Use this URL to cite or link to this record in EThOS: http://ethos.bl.uk/OrderDetails.do?uin=uk.bl.ethos.661004
Title: The East African intellectual community
Author: Reeves, Geoffrey Warren
Awarding Body: University of Edinburgh
Current Institution: University of Edinburgh
Date of Award: 1975
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Abstract:
This thesis sets out to examine the East African intellectual stratum in terms of its origine, institutional bases, membership, relations with government, party and society, cultural debates and! socio-political thought, within the overall framework of colonialism, underdevelopment and persisting neo-colonial economic and cultural relations. It posits a definition of the intellectual which, by focussing on qualitative thought, cultural validation and social activism, takes into account not only the nature of the intellectual's thought and the structures and contexts in which it is articulated and disseminated, but his relationship with structures of discontent or dissent in society as well. It is argued that while East Africa possesses a certain cultural homogeneity which is the product of the subjection to the rule of a single colonial power, the development of inter-territorial institutions such is Makerere, and the diffusion of Swahili culture, different socio-economic and political systems in Kenya and Tanzania in particular have affected intellectual life deeply. The differences have affected not only intellectual debates about the nature, redefinition and role of institutions such as the press and universities, but thought about the nature of postinde; endence state and society as well. Universities, newspapers, journals, publishing houses and theatre are examined as employers of intellectual personnel, channels of articulation and dissemination, and the debate about their redefinition and role In the light of African traditions, European cultural domination, and development requirements is explored. The social backgrounds of intellectuals are examined as a way of showing how thought, occupational choice, perceptions of role, and position in society have differed in terms of generation and to some extent country, and it is suggested that the wedge between pre- and post-independence generations is crucial in explaining the importance of different intellectual influences and ideological orientations. Many of the problems which complicate intellectual role definition are considered. Most have their roots in the changes wrought by colonialism, and include language, literacy, and cultural factors, the intellectual's position of marginality and lack: of recognition in his own society, and the problem of relating to intellectual traditions. The debate about the nature of intellectual role is examined, and three strands which loosely correspond to cultural nationalist, scientific socialist, and individĀ¬ ualistic positions are identified. Intellectual ooncerns with the recovery of initiative in history and cultured reassertion are examined, and an attempt is made to show how these concerns tend to underplay the importance of the colonial impact and the integration of African societies into the international capitalist system. The three major critical responses to cultural nationalism, African socialism and African humanism are examined, especially the Marxist critique which seeks to undermine the claims of African socialism and to establish the relevance and applicability of a flexible Marxist thought. In the final section of the thesis, intellectual interpretations of the post-independence situation are briefly examined, with a special emphasis being given to the Tanzanian radical intelligentsia.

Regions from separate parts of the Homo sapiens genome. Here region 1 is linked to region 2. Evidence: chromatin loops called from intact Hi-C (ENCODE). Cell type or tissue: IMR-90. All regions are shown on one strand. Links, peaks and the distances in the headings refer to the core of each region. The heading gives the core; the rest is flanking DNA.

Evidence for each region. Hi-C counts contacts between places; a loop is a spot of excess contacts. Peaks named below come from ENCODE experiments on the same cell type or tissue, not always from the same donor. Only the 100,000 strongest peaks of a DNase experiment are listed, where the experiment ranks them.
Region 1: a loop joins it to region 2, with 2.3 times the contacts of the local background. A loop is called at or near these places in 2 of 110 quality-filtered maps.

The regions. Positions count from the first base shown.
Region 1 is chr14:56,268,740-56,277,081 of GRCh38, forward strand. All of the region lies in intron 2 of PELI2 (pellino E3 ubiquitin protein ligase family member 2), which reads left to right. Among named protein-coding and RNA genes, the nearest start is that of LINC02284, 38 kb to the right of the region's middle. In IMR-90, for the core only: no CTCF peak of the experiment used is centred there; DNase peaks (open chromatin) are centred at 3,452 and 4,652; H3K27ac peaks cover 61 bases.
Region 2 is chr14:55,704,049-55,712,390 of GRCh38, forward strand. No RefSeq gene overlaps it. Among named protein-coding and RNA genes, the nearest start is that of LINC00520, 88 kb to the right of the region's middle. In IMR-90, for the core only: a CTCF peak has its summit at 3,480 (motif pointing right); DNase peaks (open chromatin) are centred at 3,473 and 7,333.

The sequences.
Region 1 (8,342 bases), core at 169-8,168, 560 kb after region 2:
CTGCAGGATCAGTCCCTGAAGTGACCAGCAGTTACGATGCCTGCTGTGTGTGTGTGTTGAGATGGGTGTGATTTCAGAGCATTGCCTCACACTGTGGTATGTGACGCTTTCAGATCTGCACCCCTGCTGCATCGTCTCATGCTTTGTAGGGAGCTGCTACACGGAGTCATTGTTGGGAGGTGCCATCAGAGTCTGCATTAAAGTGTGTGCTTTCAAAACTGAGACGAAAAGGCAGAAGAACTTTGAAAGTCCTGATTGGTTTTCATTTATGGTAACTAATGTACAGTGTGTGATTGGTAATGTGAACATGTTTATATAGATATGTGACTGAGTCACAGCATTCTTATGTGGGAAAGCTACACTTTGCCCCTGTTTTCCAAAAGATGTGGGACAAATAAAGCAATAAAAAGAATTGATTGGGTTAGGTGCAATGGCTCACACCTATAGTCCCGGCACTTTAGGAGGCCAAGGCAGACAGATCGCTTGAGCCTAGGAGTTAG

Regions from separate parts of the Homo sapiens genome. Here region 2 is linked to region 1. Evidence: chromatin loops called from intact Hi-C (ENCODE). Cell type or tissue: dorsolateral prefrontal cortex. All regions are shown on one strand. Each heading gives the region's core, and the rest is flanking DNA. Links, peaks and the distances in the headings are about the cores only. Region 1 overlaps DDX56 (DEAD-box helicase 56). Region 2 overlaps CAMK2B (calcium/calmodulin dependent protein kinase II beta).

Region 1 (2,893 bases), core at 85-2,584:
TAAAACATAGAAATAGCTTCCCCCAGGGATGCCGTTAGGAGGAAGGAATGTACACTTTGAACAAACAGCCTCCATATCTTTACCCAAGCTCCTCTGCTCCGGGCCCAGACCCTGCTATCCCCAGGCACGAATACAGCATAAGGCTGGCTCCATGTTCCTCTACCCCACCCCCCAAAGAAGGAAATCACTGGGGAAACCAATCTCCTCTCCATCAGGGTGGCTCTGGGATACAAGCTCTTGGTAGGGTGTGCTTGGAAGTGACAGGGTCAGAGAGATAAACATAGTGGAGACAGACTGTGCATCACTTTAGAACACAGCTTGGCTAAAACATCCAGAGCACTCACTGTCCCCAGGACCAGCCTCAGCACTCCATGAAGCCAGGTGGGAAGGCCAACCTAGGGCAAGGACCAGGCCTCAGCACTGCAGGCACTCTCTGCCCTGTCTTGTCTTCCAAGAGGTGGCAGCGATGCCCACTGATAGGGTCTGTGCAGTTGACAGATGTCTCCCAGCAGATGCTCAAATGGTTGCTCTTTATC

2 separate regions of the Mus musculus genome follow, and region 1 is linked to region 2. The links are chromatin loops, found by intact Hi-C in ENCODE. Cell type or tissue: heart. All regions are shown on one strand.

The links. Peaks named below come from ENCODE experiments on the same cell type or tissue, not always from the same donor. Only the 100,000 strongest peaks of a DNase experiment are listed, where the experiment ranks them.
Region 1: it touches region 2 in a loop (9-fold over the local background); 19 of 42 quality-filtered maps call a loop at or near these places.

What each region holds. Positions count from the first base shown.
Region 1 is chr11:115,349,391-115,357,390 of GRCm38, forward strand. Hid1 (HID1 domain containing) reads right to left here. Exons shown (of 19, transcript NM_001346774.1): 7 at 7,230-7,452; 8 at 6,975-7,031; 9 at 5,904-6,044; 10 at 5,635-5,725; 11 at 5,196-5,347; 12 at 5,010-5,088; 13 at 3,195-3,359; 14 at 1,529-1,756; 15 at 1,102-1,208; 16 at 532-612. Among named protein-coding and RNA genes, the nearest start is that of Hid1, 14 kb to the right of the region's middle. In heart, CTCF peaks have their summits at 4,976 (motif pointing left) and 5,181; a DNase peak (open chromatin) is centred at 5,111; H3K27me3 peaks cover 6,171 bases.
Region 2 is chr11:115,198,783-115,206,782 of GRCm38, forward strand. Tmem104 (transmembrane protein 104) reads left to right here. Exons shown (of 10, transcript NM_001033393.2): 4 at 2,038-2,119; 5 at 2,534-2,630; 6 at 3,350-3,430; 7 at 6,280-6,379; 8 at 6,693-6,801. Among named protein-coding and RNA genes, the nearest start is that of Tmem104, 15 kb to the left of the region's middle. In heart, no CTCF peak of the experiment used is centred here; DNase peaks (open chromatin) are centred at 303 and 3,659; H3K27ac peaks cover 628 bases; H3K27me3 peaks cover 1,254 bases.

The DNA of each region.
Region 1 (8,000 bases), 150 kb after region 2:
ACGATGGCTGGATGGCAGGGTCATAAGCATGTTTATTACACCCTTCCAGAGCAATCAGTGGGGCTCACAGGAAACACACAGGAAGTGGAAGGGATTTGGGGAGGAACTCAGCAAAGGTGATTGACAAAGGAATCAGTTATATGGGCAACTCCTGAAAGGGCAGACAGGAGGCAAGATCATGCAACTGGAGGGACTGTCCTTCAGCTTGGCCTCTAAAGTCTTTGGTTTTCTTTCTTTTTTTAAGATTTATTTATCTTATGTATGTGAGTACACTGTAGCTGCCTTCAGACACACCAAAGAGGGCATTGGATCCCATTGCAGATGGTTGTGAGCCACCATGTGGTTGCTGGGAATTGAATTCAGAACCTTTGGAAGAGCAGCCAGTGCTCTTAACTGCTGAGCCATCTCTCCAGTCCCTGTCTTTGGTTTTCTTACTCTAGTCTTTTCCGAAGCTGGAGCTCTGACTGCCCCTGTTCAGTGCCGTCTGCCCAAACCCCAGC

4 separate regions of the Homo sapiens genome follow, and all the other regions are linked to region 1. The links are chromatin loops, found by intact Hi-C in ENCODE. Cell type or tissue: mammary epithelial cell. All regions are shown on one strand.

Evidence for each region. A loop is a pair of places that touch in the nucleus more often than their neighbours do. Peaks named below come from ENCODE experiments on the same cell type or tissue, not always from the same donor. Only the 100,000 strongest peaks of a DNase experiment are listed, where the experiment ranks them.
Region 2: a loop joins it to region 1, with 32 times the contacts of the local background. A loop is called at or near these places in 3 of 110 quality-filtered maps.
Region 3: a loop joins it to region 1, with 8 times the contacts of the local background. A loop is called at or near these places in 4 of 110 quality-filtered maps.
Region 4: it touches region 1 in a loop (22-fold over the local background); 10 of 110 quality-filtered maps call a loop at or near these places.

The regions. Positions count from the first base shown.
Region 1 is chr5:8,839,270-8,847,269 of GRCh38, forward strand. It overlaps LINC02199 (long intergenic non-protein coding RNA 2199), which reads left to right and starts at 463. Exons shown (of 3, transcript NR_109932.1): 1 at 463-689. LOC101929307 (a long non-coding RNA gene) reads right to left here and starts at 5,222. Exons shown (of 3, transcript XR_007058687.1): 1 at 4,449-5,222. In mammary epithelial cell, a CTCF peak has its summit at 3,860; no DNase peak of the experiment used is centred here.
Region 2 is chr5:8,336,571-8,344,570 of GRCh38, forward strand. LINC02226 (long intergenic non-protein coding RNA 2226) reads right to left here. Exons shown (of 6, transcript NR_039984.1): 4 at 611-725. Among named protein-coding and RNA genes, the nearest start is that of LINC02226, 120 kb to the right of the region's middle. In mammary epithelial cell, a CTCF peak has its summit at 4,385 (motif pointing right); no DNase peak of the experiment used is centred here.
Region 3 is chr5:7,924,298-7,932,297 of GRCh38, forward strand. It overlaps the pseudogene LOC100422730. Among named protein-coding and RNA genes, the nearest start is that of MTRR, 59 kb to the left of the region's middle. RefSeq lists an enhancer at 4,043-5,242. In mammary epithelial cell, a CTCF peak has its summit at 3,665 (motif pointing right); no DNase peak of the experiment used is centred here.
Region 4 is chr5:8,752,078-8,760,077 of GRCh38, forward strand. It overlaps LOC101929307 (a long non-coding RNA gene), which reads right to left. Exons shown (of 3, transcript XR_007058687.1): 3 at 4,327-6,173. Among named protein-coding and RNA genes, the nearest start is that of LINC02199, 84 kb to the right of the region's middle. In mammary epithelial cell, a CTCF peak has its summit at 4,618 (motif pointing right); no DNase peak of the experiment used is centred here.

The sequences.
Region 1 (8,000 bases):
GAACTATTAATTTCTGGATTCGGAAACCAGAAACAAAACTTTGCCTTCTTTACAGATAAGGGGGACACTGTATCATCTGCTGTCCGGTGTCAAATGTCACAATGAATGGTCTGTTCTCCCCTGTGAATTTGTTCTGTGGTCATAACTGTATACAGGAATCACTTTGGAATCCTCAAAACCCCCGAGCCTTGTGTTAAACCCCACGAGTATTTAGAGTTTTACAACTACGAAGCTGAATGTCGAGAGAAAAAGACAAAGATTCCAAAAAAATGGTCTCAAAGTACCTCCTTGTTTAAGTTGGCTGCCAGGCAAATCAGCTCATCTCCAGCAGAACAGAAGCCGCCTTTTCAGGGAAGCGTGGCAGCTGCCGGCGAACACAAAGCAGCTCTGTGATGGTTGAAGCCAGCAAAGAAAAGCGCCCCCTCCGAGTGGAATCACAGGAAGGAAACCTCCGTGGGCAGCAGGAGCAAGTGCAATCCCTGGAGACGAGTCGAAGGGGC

Supervisor: Not available Sponsor: Not available
Qualification Name: Thesis (Ph.D.) Qualification Level: Doctoral
EThOS ID: uk.bl.ethos.661004  DOI: Not available
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